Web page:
Insertion (17 pages)

Generalized Insertion explores an innovation in the concept of logical proof. Like many iconic techniques, it has no parallel in conventional symbolic logic. Both logic proof and Boolean optimization can be conducted by querying parts of the fact base, without engaging in deduction. This is the opening paragraph of the article.

The Boundary Insertion algorithm is a general proof technique for logic, functionally equivalent to the four other known techniques (truth tables, natural deduction, resolution, and algebraic substitution). Unlike the other techniques, polynomially bounded Insertion is quite comprehensive.


Complexity (66 pages)

Computational Complexity and Boundary Logic explores the classic P=NP computational problem that a general proof procedure for logic must always, at some point of complexity, make a guess. The Virtual Insertion technique also encounters this barrier, the article explores when. Here is the Summary.

Logic has evolved over thousands of years within language. Mathematical logic is young, a creation of the 20th century. One of the most outstanding problems for mathematical logic is determining whether or not there exist tractable algorithms for exponential problems. An answer may lay in one of the simplest exponential problems, that of determining if a given logic expression is a tautology. Boundary logic (BL) provides a new set of computational tools which are geometric and algebraic, most definitely not conventional logic. These container-based tools are simpler than those of both mathematical and natural logic. Can boundary logic shed light on tautology identification?

After the nature of algorithmic complexity and BL are introduced, we explore conventional rules of inference and deduction from a BL perspective. Proofs of all but the distributive law are close to trivial using BL algorithms. Certainly none of the explicit structure of modern logic identifies complexity. We explore significantly difficult tautological problems which can be constructed using the rules of logic. None of these are complex, although some are non-trivial. It appears that compound logical rules do not identify complex problems, yet logical proof systems rapidly require exponential effort.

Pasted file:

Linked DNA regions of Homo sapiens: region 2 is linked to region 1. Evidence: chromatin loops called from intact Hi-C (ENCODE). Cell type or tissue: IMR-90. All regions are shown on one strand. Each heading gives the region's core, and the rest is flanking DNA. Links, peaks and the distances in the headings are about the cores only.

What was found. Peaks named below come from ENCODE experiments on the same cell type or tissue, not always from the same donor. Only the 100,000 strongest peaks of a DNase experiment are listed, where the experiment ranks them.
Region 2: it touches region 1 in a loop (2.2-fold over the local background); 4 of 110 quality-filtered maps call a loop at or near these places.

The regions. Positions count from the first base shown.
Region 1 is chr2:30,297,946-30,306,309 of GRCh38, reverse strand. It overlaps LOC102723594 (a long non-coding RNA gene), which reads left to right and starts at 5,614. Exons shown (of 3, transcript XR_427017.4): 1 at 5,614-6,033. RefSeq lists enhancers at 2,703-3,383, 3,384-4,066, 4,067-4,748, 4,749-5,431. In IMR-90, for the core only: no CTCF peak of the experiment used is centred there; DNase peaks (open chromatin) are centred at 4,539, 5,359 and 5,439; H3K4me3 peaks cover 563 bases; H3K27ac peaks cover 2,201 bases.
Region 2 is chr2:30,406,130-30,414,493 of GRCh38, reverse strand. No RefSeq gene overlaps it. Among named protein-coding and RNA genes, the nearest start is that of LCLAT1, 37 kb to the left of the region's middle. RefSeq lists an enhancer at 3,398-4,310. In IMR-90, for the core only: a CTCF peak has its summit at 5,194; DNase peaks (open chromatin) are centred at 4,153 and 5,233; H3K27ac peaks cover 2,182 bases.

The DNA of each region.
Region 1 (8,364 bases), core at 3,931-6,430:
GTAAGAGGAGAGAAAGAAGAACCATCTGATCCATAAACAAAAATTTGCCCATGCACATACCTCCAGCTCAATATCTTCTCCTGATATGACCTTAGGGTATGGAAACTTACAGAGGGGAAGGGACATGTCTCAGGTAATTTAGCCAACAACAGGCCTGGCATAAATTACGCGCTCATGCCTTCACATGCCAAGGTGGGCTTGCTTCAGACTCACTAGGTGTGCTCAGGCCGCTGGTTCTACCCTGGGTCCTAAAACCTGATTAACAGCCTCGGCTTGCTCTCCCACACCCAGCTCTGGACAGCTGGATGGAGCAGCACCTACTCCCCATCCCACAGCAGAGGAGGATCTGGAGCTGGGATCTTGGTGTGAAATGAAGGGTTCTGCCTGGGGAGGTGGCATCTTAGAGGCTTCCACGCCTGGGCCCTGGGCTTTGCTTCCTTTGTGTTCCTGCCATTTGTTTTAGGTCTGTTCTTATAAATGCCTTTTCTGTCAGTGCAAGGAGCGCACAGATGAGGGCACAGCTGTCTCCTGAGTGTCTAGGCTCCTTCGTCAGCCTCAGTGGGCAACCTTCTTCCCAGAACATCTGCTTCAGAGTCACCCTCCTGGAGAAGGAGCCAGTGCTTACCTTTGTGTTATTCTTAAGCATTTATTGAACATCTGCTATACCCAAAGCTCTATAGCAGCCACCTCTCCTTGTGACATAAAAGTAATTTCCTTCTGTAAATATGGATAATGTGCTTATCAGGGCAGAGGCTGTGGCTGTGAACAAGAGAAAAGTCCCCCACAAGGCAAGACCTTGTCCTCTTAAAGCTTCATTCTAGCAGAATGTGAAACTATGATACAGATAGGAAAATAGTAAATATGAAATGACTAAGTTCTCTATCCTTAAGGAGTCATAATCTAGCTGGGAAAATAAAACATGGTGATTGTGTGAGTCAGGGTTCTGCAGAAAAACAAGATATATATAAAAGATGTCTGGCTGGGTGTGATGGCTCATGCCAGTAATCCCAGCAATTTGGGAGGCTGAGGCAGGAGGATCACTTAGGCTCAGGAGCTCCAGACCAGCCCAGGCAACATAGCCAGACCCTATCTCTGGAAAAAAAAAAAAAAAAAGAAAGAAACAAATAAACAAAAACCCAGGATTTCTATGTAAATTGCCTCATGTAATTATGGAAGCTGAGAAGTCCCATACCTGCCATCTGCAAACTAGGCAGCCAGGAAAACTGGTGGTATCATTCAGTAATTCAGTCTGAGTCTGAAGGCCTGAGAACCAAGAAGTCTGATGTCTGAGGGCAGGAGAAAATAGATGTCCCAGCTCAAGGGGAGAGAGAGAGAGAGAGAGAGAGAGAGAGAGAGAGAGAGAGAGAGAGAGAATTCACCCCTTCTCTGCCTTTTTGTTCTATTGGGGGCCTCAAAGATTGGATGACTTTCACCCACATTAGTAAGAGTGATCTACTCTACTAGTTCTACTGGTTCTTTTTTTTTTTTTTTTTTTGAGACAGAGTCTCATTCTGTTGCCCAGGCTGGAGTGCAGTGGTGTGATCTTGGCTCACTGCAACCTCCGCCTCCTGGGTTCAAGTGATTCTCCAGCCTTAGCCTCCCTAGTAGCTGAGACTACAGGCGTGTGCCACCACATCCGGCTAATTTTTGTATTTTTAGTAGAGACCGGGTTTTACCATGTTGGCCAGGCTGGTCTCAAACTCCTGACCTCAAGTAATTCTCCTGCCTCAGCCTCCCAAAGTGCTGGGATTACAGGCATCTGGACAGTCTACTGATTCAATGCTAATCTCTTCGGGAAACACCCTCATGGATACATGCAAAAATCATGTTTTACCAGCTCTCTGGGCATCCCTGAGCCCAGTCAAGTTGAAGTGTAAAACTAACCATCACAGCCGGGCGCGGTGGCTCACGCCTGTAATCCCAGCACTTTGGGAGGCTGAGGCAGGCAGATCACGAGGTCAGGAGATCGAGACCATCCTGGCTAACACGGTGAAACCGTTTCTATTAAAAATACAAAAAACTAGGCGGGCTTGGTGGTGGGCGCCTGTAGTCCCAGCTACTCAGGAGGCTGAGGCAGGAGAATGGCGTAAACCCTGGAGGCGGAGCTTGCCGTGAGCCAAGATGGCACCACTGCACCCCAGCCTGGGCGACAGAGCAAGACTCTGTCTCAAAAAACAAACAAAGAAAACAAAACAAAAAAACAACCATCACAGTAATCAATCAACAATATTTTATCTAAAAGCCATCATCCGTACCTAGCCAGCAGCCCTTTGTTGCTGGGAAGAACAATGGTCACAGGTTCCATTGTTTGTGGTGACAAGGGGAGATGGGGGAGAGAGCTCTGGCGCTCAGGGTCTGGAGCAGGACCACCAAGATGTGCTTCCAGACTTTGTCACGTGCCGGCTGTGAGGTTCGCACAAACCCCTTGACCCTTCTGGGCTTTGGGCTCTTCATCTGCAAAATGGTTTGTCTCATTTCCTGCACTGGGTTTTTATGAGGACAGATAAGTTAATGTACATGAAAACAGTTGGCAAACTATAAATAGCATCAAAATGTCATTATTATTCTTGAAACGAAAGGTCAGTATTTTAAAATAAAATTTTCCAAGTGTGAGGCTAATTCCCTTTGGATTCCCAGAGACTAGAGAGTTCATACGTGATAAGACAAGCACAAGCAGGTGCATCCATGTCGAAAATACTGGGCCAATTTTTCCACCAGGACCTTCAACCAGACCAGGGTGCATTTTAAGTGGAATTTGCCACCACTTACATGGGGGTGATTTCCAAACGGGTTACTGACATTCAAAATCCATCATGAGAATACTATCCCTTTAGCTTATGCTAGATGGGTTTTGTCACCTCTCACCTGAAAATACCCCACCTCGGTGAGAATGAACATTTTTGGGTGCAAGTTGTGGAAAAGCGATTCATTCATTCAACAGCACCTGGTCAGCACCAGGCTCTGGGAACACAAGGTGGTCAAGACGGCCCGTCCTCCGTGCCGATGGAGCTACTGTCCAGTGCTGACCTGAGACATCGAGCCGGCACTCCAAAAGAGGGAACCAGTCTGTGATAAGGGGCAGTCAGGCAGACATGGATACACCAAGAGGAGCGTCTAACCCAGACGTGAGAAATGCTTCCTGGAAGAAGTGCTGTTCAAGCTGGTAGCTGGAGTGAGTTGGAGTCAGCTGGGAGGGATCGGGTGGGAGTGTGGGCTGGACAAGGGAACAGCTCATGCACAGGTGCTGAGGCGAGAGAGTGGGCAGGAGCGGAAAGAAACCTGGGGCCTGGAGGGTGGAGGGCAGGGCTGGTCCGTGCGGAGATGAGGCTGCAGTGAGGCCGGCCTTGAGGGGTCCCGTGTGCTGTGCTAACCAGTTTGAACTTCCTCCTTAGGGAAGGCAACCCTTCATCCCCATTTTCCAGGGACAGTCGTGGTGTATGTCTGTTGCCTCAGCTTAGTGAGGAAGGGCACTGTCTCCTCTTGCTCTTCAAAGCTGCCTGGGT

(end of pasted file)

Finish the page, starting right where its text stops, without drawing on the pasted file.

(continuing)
We then describe the central reduction algorithm of BL, called virtual insertion, and apply it to known tractable and intractable problems. The low-degree polynomial virtual insertion algorithm is not complete, however the tautologies it cannot reduce may be constrained to intractable problems. Thus, virtual insertion is an efficient decision procedure for tractable tautologies. This is valuable since almost all pragmatic problems are tractable. Using virtual insertion recursively produces a complete decision procedure for elementary logic, but one with the expected exponential complexity.

The boundary logic representations and algorithms described herein have been fully implemented in software and applied to computationally difficult practical problems, such as circuit design, tautology detection, and computer program optimization.


Containment (166 pages)

Iconic and Symbolic Containment in Laws of Form is a recent (2010) monograph that throughly explores the structure of Spencer Brown’s iconic logic and its relationship to other mathematical approaches. The goal is to decisively demonstrate that Laws of Form is a calculus of one relationship, that of containment. The interpretation of sharing space as a function is an error that violates a fundamental iconic rule that empty space has no interpretation. This is the overview from the monograph.